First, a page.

While this week is likely to be dominated by the dollar and its probable rise, small caps may be sending an important signal to equity investors and one that should not be lost in the din around the dollar’s direction.
Specifically, the Russell 2000 fell by more than three quarters of a percent on Friday such that its chart now looks rather vulnerable to further declines. This decline was also seen in a small cap ETF, IJR, and a proxy for growth and perhaps riskier equities, which fell by more than 1% on Friday.
If this small cap ETF – and a proxy for growth and perhaps riskier equities – falls below $68.31, I will be concerned.
If it breaks $67.98, it may signal that the equity markets are about to take a breather from the uptrend we saw in December and perhaps such a “breather” will turn into an outright decline for equities.
I say this because the small cap sector is typically associated with the beginning of a bull market along with the early stages of a rally. If the small cap sector continues to weaken it may signal that some overall weakness lies ahead with the rally but that we may see a leadership change with regard to the bull market or perhaps we’re going to see a change around the cyclical bull market itself.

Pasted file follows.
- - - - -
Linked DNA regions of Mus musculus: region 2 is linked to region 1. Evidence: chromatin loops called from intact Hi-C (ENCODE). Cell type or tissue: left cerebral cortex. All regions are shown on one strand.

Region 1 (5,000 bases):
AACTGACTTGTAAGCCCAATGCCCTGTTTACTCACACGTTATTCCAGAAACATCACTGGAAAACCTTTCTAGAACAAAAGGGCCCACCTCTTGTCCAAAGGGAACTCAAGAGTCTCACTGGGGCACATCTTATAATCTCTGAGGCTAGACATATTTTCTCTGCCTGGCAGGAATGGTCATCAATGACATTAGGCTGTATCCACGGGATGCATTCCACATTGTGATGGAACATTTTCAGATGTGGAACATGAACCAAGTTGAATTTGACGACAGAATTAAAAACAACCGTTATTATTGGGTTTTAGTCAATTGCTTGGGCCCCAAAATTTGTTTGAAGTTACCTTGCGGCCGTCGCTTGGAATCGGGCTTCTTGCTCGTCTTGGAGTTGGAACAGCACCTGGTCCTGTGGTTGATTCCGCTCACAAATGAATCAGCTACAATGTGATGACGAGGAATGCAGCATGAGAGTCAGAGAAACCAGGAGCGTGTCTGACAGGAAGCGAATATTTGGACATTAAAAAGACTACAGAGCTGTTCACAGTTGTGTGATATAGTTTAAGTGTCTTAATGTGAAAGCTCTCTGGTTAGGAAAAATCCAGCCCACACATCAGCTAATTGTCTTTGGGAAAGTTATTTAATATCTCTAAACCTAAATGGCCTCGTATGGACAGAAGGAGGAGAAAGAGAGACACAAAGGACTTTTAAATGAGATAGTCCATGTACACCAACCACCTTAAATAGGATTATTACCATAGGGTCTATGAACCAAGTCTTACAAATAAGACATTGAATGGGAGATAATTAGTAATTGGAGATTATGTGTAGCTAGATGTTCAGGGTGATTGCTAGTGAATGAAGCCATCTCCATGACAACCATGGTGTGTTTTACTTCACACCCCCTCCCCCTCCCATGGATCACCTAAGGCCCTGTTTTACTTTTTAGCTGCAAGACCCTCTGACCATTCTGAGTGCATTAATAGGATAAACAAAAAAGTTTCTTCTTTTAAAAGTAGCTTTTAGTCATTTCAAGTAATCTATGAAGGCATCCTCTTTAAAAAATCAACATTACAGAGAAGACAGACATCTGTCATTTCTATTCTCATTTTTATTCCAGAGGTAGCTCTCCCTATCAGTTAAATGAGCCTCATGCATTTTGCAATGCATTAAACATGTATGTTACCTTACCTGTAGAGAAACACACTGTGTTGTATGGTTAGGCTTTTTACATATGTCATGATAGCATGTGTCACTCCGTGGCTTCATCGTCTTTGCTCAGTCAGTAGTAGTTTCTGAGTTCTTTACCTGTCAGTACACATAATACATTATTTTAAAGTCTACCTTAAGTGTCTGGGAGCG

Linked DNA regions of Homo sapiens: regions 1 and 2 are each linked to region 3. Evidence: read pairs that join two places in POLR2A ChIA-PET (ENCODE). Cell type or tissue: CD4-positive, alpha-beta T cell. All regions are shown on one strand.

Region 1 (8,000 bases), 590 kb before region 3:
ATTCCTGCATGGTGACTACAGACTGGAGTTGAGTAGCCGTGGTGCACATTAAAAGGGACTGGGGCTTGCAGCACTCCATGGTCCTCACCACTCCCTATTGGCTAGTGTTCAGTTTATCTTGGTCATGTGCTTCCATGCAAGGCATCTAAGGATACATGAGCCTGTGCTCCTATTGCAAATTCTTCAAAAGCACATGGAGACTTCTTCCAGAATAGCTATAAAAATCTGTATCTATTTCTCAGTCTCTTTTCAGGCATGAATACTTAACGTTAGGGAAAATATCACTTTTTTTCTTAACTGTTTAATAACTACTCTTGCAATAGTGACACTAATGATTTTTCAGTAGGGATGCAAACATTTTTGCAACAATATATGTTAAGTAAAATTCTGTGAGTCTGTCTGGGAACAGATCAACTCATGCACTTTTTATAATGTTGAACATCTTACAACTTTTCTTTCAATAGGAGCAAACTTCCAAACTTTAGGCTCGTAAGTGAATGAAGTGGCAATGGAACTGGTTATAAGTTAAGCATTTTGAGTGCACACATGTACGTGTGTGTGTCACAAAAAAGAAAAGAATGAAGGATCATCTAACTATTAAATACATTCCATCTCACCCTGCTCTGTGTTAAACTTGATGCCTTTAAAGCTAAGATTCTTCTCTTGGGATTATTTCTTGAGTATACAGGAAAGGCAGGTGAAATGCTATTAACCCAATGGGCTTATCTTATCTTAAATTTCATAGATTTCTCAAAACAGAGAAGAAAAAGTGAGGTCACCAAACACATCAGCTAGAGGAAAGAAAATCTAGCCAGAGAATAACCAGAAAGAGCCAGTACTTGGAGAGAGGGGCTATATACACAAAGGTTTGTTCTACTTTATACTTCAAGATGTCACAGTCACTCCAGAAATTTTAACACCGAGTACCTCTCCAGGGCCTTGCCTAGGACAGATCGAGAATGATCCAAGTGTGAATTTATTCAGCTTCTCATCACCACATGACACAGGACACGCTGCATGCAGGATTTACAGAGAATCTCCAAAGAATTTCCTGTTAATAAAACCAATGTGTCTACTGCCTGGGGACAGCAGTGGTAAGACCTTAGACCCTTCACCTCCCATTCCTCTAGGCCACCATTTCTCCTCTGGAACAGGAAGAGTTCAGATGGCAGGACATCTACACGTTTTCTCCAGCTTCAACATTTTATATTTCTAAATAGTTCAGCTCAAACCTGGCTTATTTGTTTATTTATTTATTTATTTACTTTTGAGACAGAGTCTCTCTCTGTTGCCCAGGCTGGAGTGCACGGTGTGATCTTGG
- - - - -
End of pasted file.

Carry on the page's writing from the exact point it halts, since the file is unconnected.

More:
Similarly, the mid-cap ETF MDY, also associated with the more vibrant part of a bull market, is also in a bit of a precarious position and if it breaks $164.58, such a break may be another sign that the equity markets are going to cool off – or decline – for at least a little while.
Interestingly this may be backed up by the charts of some of the so-called bull market sectors or the sectors that lead in the early stages of a bull market and then fall back as a bull market moves on. In particular, consumer discretionary looks vulnerable as shown on the following page and so too may technology.
However, there are mixed messages here because materials, industrials, and energy – or other so-called bull market sectors – look basically fine.
And so today and this week, it will be important to monitor small and mid-caps along with consumer discretionary, technology, materials, industrials and energy to see if the overall message is one of strength or weakness.
If the latter – or weakness – it may make sense to be a bit more cautious or defensive around equity positions in the near-term.
Disclosure: I do own SAA a 3X long small cap ETF.